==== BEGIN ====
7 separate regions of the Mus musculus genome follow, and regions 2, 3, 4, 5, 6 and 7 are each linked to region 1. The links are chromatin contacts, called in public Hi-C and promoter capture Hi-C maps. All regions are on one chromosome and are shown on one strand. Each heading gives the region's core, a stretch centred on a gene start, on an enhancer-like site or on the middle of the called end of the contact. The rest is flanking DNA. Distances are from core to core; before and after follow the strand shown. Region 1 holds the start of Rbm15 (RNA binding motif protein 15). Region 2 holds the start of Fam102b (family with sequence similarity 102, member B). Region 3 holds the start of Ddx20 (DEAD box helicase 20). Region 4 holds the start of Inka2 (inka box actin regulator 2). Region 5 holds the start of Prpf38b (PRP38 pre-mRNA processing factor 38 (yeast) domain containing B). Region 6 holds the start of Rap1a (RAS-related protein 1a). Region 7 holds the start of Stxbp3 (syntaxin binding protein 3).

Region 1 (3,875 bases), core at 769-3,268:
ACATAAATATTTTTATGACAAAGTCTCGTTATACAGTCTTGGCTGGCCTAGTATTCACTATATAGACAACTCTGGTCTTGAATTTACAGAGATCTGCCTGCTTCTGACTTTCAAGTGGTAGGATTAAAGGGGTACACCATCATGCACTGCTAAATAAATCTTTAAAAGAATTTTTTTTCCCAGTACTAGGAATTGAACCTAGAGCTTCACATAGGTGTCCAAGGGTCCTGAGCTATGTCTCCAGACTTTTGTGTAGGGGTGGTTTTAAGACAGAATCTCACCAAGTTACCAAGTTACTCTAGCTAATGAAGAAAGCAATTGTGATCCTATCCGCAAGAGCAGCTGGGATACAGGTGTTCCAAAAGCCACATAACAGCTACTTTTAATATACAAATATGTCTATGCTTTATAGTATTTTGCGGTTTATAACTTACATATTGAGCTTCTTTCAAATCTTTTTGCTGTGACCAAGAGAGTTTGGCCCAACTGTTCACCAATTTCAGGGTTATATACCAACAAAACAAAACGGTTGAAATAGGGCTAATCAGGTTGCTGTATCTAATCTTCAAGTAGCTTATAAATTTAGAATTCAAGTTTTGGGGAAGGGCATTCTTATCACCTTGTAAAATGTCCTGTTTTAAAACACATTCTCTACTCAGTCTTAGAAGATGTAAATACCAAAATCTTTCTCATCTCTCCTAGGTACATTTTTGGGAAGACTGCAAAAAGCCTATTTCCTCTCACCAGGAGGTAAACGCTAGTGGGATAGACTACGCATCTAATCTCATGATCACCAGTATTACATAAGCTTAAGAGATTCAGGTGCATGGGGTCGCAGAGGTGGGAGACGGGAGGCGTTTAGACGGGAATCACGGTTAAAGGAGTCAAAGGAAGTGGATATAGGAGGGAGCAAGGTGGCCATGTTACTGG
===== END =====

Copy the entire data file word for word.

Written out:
7 separate regions of the Mus musculus genome follow, and regions 2, 3, 4, 5, 6 and 7 are each linked to region 1. The links are chromatin contacts, called in public Hi-C and promoter capture Hi-C maps. All regions are on one chromosome and are shown on one strand. Each heading gives the region's core, a stretch centred on a gene start, on an enhancer-like site or on the middle of the called end of the contact. The rest is flanking DNA. Distances are from core to core; before and after follow the strand shown. Region 1 holds the start of Rbm15 (RNA binding motif protein 15). Region 2 holds the start of Fam102b (family with sequence similarity 102, member B). Region 3 holds the start of Ddx20 (DEAD box helicase 20). Region 4 holds the start of Inka2 (inka box actin regulator 2). Region 5 holds the start of Prpf38b (PRP38 pre-mRNA processing factor 38 (yeast) domain containing B). Region 6 holds the start of Rap1a (RAS-related protein 1a). Region 7 holds the start of Stxbp3 (syntaxin binding protein 3).

Region 1 (3,875 bases), core at 769-3,268:
ACATAAATATTTTTATGACAAAGTCTCGTTATACAGTCTTGGCTGGCCTAGTATTCACTATATAGACAACTCTGGTCTTGAATTTACAGAGATCTGCCTGCTTCTGACTTTCAAGTGGTAGGATTAAAGGGGTACACCATCATGCACTGCTAAATAAATCTTTAAAAGAATTTTTTTTCCCAGTACTAGGAATTGAACCTAGAGCTTCACATAGGTGTCCAAGGGTCCTGAGCTATGTCTCCAGACTTTTGTGTAGGGGTGGTTTTAAGACAGAATCTCACCAAGTTACCAAGTTACTCTAGCTAATGAAGAAAGCAATTGTGATCCTATCCGCAAGAGCAGCTGGGATACAGGTGTTCCAAAAGCCACATAACAGCTACTTTTAATATACAAATATGTCTATGCTTTATAGTATTTTGCGGTTTATAACTTACATATTGAGCTTCTTTCAAATCTTTTTGCTGTGACCAAGAGAGTTTGGCCCAACTGTTCACCAATTTCAGGGTTATATACCAACAAAACAAAACGGTTGAAATAGGGCTAATCAGGTTGCTGTATCTAATCTTCAAGTAGCTTATAAATTTAGAATTCAAGTTTTGGGGAAGGGCATTCTTATCACCTTGTAAAATGTCCTGTTTTAAAACACATTCTCTACTCAGTCTTAGAAGATGTAAATACCAAAATCTTTCTCATCTCTCCTAGGTACATTTTTGGGAAGACTGCAAAAAGCCTATTTCCTCTCACCAGGAGGTAAACGCTAGTGGGATAGACTACGCATCTAATCTCATGATCACCAGTATTACATAAGCTTAAGAGATTCAGGTGCATGGGGTCGCAGAGGTGGGAGACGGGAGGCGTTTAGACGGGAATCACGGTTAAAGGAGTCAAAGGAAGTGGATATAGGAGGGAGCAAGGTGGCCATGTTACTGG